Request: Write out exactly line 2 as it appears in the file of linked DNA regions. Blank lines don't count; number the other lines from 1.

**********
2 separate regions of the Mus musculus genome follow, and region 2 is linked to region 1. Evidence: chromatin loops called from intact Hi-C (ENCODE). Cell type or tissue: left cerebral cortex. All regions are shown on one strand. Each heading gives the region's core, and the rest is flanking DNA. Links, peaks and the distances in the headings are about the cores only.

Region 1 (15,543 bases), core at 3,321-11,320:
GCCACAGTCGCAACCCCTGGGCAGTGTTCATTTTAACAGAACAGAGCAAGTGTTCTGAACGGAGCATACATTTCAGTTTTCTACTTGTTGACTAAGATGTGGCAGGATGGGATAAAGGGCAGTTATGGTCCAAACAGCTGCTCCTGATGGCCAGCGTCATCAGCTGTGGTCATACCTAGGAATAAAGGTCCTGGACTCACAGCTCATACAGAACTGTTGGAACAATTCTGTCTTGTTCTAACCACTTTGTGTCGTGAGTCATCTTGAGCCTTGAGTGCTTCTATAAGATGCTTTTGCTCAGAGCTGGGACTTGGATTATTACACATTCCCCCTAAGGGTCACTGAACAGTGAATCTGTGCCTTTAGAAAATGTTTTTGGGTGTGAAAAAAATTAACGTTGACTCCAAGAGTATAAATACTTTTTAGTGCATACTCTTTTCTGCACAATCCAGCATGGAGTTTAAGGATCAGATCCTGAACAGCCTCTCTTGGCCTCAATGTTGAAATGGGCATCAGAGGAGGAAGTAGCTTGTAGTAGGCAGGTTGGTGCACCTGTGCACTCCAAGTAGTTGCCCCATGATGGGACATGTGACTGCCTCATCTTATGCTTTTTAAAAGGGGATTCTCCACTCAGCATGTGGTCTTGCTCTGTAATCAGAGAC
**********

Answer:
Region 1 (15,543 bases), core at 3,321-11,320: